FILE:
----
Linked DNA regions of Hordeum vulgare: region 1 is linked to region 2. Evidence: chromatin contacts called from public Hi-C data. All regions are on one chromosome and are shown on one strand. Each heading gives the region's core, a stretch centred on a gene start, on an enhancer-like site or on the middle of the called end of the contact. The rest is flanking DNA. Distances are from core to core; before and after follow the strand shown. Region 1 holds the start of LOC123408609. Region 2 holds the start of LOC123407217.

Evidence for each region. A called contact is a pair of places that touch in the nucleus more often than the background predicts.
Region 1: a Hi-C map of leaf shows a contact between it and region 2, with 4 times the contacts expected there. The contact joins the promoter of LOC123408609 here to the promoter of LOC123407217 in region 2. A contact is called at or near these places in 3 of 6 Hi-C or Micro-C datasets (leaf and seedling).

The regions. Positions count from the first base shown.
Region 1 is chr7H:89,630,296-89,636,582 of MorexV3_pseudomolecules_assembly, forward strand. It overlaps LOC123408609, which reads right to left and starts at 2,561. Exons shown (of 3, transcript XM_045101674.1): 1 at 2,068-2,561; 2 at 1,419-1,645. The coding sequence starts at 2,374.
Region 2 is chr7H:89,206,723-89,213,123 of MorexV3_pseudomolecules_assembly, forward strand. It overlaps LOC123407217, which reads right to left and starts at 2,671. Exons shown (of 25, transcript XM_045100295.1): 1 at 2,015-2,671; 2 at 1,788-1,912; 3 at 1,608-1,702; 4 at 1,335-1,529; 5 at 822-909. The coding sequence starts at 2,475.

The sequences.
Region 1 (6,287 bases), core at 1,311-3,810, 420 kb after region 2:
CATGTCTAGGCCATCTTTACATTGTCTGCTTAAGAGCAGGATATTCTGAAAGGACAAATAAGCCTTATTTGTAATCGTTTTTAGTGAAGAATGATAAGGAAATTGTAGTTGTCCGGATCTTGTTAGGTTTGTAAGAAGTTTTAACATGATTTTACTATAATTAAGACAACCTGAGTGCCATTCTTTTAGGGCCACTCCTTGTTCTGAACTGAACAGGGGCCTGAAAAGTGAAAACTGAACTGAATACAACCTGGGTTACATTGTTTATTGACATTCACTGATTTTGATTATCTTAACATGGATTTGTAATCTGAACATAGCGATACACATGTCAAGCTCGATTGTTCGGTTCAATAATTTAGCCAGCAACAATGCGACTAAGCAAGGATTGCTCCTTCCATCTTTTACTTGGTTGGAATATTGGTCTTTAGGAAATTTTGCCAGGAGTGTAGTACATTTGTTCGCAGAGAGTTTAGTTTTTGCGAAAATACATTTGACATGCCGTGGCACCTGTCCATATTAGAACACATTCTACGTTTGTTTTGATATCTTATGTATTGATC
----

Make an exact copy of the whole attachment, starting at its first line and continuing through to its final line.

Linked DNA regions of Hordeum vulgare: region 1 is linked to region 2. Evidence: chromatin contacts called from public Hi-C data. All regions are on one chromosome and are shown on one strand. Each heading gives the region's core, a stretch centred on a gene start, on an enhancer-like site or on the middle of the called end of the contact. The rest is flanking DNA. Distances are from core to core; before and after follow the strand shown. Region 1 holds the start of LOC123408609. Region 2 holds the start of LOC123407217.

Evidence for each region. A called contact is a pair of places that touch in the nucleus more often than the background predicts.
Region 1: a Hi-C map of leaf shows a contact between it and region 2, with 4 times the contacts expected there. The contact joins the promoter of LOC123408609 here to the promoter of LOC123407217 in region 2. A contact is called at or near these places in 3 of 6 Hi-C or Micro-C datasets (leaf and seedling).

The regions. Positions count from the first base shown.
Region 1 is chr7H:89,630,296-89,636,582 of MorexV3_pseudomolecules_assembly, forward strand. It overlaps LOC123408609, which reads right to left and starts at 2,561. Exons shown (of 3, transcript XM_045101674.1): 1 at 2,068-2,561; 2 at 1,419-1,645. The coding sequence starts at 2,374.
Region 2 is chr7H:89,206,723-89,213,123 of MorexV3_pseudomolecules_assembly, forward strand. It overlaps LOC123407217, which reads right to left and starts at 2,671. Exons shown (of 25, transcript XM_045100295.1): 1 at 2,015-2,671; 2 at 1,788-1,912; 3 at 1,608-1,702; 4 at 1,335-1,529; 5 at 822-909. The coding sequence starts at 2,475.

The sequences.
Region 1 (6,287 bases), core at 1,311-3,810, 420 kb after region 2:
CATGTCTAGGCCATCTTTACATTGTCTGCTTAAGAGCAGGATATTCTGAAAGGACAAATAAGCCTTATTTGTAATCGTTTTTAGTGAAGAATGATAAGGAAATTGTAGTTGTCCGGATCTTGTTAGGTTTGTAAGAAGTTTTAACATGATTTTACTATAATTAAGACAACCTGAGTGCCATTCTTTTAGGGCCACTCCTTGTTCTGAACTGAACAGGGGCCTGAAAAGTGAAAACTGAACTGAATACAACCTGGGTTACATTGTTTATTGACATTCACTGATTTTGATTATCTTAACATGGATTTGTAATCTGAACATAGCGATACACATGTCAAGCTCGATTGTTCGGTTCAATAATTTAGCCAGCAACAATGCGACTAAGCAAGGATTGCTCCTTCCATCTTTTACTTGGTTGGAATATTGGTCTTTAGGAAATTTTGCCAGGAGTGTAGTACATTTGTTCGCAGAGAGTTTAGTTTTTGCGAAAATACATTTGACATGCCGTGGCACCTGTCCATATTAGAACACATTCTACGTTTGTTTTGATATCTTATGTATTGATC